EACR Travel Fellowships are co-sponsored by Worldwide Cancer Research and provide funds up to €3,000 to early-career cancer researchers. For more information on how to apply for Travel Fellowships, you can visit the EACR website.
Name: Henrique Matos Fernandes de Oliveira Duarte
Title: PhD Student
Home Institution: Institute of Molecular Pathology and Immunology of the University of Porto (Ipatimup/i3S), Porto, Portugal
Host Institution: Center for Proteomics and Metabolomics, Leiden University Medical Center (LUMC), Leiden, The Netherlands
Dates of visit: 1 January – 30 March 2019
Other funding organisations who supported your trip: Portuguese National Funding Agency for Science, Research and Technology (FCT)
Research: Every cell of the human body is covered by a dense array of sugar molecules, organized into diverse and complex structures known as glycans, which act as crucial regulators of multiple cellular and physiological processes. However, the sugars decorating both healthy and cancer cells are considerably different. Indeed, cancer-associated sugar moieties play important roles in dictating the malignant behavior of tumor cells. My project focuses on unveiling the major glycan differences found between healthy and transformed cells of the human stomach. Furthermore, I aim at disclosing the molecular pathways through which cancer-associated glycans drive therapeutic resistance in gastric cancer cells.
Why did you decide to apply for an EACR Travel Fellowship?
At the beginning of my PhD studies, I was awarded with a PhD studentship by the Portuguese National Funding Agency for Science, Research and Technology (FCT). However, the funding made available by the referred studentship may not have been enough to efficiently cover all the costs associated with traveling to a foreign lab to conduct part of my research work plan. Being an EACR member, I thought this would be a wonderful opportunity to apply for an EACR Travel Fellowship, to help support my 3-month stay at the LUMC.
Why did you choose the host lab?
My secondment period was hosted by the Center for Proteomics and Metabolomics (CPM) of the Leiden University Medical Center (LUMC). The CPM research center aims at developing and implementing cutting-edge proteomics and metabolomics technology for analyzing disease-associated molecular mechanisms and fingerprints within all research focus areas of the LUMC, to promote innovation within biomedical research and public health. Given the topic of my research project, I decided the CPM would be the perfect lab to host the experiments I had planned to conduct. Furthermore, Prof. Manfred Wuhrer, head of the CPM, had been a collaborator of my own scientific supervisor, Prof. Celso Reis.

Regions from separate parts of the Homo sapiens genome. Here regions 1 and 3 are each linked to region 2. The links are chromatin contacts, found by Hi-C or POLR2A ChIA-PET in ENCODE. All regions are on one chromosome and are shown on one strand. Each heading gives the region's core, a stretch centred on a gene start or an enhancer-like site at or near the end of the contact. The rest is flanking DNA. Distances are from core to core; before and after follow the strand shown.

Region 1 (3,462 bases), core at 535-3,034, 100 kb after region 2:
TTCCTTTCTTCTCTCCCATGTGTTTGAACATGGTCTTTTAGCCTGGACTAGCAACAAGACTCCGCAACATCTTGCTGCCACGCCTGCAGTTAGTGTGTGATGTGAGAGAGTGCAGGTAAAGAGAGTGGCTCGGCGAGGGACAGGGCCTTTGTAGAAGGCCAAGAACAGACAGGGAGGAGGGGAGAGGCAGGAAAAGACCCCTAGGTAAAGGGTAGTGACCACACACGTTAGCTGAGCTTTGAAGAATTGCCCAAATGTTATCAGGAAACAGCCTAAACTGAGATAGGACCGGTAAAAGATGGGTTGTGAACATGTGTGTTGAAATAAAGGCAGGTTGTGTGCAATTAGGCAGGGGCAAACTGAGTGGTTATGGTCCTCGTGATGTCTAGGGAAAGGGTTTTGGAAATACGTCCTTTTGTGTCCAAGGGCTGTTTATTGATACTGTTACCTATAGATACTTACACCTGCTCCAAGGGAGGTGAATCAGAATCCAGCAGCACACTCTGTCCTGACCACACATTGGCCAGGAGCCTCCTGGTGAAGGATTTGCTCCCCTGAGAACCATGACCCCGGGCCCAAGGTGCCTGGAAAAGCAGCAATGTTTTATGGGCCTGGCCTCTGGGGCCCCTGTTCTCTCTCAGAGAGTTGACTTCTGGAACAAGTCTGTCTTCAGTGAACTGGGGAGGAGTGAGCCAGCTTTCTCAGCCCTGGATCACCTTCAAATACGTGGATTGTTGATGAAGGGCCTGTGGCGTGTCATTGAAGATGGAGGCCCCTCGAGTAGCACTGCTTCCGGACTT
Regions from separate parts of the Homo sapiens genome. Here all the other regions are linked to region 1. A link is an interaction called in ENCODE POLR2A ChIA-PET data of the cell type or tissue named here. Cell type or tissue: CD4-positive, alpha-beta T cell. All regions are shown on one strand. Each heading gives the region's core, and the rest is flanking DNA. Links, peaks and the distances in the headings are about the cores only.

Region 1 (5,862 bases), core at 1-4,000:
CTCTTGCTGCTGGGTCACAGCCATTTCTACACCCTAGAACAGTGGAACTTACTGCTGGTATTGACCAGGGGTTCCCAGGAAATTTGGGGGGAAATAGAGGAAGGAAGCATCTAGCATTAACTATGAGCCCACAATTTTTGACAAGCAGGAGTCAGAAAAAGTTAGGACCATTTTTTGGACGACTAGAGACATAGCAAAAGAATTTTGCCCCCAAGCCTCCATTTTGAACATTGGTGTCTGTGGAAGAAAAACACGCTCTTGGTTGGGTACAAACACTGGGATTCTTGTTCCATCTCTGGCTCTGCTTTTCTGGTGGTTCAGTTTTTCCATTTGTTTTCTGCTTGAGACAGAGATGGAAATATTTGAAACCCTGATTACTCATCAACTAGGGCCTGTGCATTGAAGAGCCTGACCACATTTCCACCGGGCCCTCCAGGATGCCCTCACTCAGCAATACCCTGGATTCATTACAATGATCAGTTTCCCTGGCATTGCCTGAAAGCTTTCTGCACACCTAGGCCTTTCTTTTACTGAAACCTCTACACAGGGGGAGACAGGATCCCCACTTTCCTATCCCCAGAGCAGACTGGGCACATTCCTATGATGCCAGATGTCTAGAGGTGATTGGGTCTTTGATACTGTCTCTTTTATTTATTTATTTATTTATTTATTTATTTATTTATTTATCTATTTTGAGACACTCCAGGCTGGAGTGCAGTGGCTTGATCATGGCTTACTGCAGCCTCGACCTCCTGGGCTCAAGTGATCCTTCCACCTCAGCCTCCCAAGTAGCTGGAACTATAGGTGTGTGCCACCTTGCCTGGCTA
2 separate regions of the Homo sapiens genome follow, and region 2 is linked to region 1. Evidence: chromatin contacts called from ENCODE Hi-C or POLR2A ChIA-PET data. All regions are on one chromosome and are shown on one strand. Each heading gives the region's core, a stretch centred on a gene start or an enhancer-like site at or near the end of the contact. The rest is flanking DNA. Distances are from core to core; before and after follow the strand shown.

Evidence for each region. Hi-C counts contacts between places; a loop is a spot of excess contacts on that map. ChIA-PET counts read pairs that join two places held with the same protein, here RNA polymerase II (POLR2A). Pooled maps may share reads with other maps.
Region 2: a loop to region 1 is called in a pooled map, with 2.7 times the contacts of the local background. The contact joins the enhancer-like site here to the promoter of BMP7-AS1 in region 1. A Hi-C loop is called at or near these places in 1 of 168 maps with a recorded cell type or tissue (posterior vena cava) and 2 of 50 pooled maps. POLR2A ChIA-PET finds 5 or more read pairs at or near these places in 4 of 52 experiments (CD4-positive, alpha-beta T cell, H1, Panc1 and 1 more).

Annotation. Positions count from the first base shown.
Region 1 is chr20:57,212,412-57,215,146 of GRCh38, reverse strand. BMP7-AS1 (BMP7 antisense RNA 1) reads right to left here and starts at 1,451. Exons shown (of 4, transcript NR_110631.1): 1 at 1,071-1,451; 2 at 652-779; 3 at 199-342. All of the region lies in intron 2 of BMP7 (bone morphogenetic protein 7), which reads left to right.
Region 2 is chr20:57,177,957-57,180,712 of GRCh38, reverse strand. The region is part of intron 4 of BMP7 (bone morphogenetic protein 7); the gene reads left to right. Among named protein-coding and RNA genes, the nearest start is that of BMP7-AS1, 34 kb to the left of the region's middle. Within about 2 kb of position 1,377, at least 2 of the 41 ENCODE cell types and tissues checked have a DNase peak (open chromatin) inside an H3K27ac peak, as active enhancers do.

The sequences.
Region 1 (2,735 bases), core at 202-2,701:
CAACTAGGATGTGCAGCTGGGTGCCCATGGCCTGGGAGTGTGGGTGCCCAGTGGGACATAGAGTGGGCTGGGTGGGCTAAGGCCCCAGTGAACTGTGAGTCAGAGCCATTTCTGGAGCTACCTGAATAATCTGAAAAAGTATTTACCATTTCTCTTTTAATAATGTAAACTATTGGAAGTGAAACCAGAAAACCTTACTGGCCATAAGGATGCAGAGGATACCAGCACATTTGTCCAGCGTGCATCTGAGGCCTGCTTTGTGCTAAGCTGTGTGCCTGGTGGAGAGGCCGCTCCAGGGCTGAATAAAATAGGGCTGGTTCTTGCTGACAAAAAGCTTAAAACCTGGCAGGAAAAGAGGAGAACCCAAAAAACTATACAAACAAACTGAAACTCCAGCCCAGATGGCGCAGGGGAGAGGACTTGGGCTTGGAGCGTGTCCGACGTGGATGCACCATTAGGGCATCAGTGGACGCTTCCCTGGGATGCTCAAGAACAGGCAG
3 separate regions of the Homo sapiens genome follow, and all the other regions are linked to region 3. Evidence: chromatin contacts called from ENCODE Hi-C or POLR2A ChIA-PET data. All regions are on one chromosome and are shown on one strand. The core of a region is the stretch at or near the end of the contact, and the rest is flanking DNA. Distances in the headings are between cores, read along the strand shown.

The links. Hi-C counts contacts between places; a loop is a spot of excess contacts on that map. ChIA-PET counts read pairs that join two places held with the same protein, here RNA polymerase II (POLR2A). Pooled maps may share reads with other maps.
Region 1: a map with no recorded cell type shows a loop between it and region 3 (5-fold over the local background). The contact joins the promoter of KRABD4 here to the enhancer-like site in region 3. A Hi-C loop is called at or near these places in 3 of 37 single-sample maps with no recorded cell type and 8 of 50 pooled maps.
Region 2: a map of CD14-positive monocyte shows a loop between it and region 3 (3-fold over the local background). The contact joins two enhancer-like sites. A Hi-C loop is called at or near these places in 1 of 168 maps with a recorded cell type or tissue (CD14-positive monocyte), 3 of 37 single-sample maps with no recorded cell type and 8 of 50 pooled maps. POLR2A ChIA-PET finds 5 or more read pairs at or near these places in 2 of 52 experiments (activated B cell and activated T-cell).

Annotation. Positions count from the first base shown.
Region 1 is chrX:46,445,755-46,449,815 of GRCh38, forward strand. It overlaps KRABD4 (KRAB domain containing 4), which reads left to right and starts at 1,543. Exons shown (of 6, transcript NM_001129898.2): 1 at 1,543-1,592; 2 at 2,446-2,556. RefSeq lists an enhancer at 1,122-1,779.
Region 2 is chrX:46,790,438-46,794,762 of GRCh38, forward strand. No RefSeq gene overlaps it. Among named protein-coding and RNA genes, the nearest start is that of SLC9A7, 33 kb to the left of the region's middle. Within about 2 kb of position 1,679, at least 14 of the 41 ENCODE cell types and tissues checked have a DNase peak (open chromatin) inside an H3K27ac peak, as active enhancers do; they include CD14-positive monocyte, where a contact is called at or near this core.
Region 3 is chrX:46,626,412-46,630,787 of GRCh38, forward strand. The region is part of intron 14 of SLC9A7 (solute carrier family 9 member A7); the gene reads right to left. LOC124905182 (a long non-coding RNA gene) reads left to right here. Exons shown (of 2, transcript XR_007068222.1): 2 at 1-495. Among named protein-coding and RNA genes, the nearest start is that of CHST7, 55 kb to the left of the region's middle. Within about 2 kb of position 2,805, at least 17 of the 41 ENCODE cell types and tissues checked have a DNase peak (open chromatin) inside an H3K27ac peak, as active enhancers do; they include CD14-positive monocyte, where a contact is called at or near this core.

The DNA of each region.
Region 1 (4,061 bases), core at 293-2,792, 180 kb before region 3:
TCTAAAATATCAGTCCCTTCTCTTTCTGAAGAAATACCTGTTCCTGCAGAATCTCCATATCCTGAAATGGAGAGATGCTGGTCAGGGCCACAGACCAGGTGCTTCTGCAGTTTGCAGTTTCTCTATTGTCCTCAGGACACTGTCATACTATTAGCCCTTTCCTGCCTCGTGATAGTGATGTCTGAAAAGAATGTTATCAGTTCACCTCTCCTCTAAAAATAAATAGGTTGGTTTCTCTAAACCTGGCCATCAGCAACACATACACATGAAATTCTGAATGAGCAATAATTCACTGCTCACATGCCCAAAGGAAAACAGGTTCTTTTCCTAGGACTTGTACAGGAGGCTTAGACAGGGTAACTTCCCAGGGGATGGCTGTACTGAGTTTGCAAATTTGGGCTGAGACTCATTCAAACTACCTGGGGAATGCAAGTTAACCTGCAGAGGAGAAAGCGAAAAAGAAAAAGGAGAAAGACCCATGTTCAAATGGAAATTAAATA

What would your typical day look like?
During my 3-month stay in Leiden, I rented a room within a beautiful 3-story house. I shared the flat with three other wonderful international students with whom I have made unforgettable memories. I also rented a bike so I could travel around like many Dutch people. Every morning, I would cycle to the LUMC via a beautiful road surrounded by nature and breathtaking landscapes. My work days were very diverse. In between writing and performing wet lab experiments, the working hours would fly by. In the evenings, I would usually go out for dinner or just have a beer with my lab colleagues or flat mates.
Have you brought back any specific knowledge/technique(s) that has benefited your home lab?
The CPM holds the highest level of expertise in the fields of analytical chemistry, clinical proteomics and metabolomics. The available key technologies are liquid separations (liquid chromatography and capillary electrophoresis), gas chromatography, mass spectrometry (MS) and nuclear magnetic resonance (NMR). Their main field of expertise is the application of these technologies in clinical research. During my stay at the CPM, I applied distinct MS-based workflows to analyze, in detail, the sugar composition of cancer cells from the stomach. I gathered precious theoretical and practical knowledge on the above-mentioned technologies, which have been crucial for the progress of my PhD project, now that I am back at home.
I felt supported and included by everyone
The scientific results I obtained from this secondment period at the CPM are quite promising and encouraging. They will certainly be included in a scientific manuscript as a part of my PhD scientific outputs. Furthermore, since my return, I have kept in close contact with both my CPM supervisors and colleagues. My host lab is excited to keep this collaboration very much alive, and I would relish the opportunity to come back to the CPM, either for a social or professional visit. I will be forever thankful to the CPM crew who made every effort to make my stay in Leiden as comfortable and enjoyable as possible.
What was a personal highlight of your trip?
The CPM community welcomed me with open arms and formidable hospitality. Since day one, I felt supported and included by everyone with whom I had the privilege to work with or learn from. The environment at the lab was welcoming and dynamic, filled with scientific discussion and engaging social breaks, gatherings and activities. The fact that this research center hosts the research work of many other international students further motivated me to interact, discuss and share my own knowledge and scientific questions. Furthermore, the CPM frequently hosted extremely interesting scientific seminars that helped to make my stay even more profitable and rewarding.
If you are interested in applying to the Travel Fellowship scheme, please click the EACR Travel Fellowships logo for more information.